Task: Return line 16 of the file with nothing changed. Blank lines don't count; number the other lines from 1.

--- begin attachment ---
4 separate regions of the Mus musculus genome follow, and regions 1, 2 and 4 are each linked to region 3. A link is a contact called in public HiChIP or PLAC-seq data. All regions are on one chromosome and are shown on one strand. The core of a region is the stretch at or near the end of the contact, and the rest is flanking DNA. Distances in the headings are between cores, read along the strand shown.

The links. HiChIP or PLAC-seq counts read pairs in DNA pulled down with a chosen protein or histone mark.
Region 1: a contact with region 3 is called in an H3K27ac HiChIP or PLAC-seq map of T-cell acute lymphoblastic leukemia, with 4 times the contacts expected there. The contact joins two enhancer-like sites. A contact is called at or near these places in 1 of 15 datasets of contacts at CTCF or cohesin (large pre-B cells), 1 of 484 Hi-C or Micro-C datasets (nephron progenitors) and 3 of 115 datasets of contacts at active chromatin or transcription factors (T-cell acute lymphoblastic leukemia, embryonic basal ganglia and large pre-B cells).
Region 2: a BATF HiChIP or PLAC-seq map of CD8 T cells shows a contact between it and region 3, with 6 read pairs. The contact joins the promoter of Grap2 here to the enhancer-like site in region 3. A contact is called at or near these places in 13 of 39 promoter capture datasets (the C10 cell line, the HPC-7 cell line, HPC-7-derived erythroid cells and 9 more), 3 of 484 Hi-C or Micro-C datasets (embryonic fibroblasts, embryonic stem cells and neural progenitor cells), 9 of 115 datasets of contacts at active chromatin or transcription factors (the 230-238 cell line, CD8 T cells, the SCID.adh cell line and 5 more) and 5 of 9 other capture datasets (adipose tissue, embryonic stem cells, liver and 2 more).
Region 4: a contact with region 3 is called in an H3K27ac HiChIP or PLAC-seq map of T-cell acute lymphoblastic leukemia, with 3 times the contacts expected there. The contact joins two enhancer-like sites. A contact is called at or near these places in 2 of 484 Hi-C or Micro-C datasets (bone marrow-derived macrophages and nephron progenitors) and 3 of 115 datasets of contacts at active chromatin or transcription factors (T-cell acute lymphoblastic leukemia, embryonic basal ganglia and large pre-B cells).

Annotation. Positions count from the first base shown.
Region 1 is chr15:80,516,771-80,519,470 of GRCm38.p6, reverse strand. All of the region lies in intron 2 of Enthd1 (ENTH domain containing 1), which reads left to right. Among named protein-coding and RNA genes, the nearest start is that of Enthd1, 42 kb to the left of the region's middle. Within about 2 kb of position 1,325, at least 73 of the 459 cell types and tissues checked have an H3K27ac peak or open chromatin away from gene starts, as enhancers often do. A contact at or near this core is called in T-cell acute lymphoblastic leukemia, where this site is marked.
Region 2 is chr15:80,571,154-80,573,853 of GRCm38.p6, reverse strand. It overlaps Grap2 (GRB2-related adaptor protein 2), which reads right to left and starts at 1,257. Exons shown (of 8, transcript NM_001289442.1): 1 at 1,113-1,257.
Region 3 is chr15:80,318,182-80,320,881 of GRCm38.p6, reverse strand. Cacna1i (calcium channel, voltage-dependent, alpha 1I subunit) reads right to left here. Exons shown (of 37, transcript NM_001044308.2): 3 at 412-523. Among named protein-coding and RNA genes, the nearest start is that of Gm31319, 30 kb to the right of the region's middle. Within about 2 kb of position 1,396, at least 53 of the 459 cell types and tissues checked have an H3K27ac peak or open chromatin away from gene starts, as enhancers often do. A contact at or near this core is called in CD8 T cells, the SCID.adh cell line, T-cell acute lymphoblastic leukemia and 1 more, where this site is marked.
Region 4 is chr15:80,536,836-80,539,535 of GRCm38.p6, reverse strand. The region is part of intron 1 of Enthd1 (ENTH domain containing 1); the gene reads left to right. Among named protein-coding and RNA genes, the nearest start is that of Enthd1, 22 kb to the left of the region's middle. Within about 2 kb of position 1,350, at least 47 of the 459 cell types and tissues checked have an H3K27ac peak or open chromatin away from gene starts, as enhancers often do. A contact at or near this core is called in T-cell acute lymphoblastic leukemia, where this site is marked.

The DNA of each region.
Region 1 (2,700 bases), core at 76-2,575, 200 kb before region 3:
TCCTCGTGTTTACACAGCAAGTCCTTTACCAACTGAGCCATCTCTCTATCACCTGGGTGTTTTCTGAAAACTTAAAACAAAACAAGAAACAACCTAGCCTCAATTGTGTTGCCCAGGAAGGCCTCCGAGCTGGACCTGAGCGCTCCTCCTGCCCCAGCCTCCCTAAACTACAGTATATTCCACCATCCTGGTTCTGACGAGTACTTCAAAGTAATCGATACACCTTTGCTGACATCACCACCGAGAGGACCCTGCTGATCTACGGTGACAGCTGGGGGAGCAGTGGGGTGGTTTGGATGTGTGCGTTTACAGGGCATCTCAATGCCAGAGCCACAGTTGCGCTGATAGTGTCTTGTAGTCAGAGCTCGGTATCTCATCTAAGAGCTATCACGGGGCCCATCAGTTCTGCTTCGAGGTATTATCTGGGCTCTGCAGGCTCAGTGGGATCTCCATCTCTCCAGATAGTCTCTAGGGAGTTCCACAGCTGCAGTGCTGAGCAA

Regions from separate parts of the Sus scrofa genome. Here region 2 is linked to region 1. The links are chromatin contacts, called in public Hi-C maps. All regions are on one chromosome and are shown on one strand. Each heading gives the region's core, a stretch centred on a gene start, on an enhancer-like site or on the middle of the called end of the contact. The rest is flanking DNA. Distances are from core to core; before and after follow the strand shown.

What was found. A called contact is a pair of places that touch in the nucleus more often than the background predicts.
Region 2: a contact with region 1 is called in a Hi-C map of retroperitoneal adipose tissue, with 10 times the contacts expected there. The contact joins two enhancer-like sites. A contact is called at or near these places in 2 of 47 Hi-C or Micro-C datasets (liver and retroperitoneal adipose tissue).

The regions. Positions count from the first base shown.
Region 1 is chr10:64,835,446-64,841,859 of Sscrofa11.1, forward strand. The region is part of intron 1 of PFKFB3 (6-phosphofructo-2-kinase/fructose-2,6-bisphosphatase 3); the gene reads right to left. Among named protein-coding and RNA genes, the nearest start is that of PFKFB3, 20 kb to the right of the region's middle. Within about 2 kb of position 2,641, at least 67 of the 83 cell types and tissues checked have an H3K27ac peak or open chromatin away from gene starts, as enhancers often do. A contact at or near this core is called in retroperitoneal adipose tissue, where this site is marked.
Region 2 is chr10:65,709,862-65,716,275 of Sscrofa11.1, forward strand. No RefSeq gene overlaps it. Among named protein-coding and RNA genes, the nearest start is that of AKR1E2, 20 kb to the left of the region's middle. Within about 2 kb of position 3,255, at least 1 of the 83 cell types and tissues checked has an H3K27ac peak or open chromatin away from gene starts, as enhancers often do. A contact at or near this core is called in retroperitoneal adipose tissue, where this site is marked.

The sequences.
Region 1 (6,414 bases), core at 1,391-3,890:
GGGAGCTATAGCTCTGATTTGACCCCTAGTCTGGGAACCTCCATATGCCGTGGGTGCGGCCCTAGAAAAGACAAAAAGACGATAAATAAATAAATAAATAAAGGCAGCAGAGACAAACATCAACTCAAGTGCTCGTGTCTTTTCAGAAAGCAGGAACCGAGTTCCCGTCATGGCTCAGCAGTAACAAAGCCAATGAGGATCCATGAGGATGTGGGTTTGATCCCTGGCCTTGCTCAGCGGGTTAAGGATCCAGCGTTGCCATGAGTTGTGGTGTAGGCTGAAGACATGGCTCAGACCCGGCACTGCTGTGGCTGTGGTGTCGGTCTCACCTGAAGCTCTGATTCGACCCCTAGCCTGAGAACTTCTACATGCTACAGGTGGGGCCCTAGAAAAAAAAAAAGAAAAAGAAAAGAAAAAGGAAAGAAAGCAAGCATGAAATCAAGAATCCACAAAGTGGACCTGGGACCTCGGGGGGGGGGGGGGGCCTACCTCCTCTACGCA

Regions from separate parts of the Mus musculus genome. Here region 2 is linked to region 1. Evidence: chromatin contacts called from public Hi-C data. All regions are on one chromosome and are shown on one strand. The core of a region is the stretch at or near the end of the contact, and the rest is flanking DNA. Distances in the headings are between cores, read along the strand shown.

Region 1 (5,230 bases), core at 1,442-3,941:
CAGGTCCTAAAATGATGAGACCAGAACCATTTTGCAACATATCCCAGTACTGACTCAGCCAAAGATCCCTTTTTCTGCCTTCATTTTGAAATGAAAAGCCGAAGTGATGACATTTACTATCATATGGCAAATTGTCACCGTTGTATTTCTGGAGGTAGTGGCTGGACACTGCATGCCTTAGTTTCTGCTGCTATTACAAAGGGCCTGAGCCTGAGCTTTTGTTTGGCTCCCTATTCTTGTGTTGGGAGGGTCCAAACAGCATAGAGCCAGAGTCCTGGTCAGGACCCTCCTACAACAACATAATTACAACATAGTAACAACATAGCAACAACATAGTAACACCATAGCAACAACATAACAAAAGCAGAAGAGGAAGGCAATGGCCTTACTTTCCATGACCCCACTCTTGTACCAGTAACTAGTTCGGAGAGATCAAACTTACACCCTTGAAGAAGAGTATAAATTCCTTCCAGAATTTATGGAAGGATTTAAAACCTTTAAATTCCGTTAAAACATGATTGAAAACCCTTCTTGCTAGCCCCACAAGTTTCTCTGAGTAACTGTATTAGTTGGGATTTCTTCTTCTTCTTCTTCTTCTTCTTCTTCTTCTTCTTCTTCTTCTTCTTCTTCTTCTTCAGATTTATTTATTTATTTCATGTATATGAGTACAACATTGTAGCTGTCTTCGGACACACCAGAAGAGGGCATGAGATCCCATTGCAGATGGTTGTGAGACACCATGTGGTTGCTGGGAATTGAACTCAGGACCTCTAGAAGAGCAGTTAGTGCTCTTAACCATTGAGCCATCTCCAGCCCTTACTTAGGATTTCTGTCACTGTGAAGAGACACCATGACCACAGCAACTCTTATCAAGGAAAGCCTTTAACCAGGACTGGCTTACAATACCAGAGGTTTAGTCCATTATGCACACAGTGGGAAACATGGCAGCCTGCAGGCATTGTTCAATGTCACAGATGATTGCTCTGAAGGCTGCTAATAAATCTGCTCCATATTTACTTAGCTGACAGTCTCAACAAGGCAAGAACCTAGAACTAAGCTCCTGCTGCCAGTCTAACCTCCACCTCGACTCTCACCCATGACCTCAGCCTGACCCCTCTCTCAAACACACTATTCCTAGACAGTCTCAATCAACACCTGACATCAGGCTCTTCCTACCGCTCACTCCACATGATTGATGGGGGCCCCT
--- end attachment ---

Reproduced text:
Region 2: a contact with region 1 is called in a Hi-C map of retroperitoneal adipose tissue, with 10 times the contacts expected there. The contact joins two enhancer-like sites. A contact is called at or near these places in 2 of 47 Hi-C or Micro-C datasets (liver and retroperitoneal adipose tissue).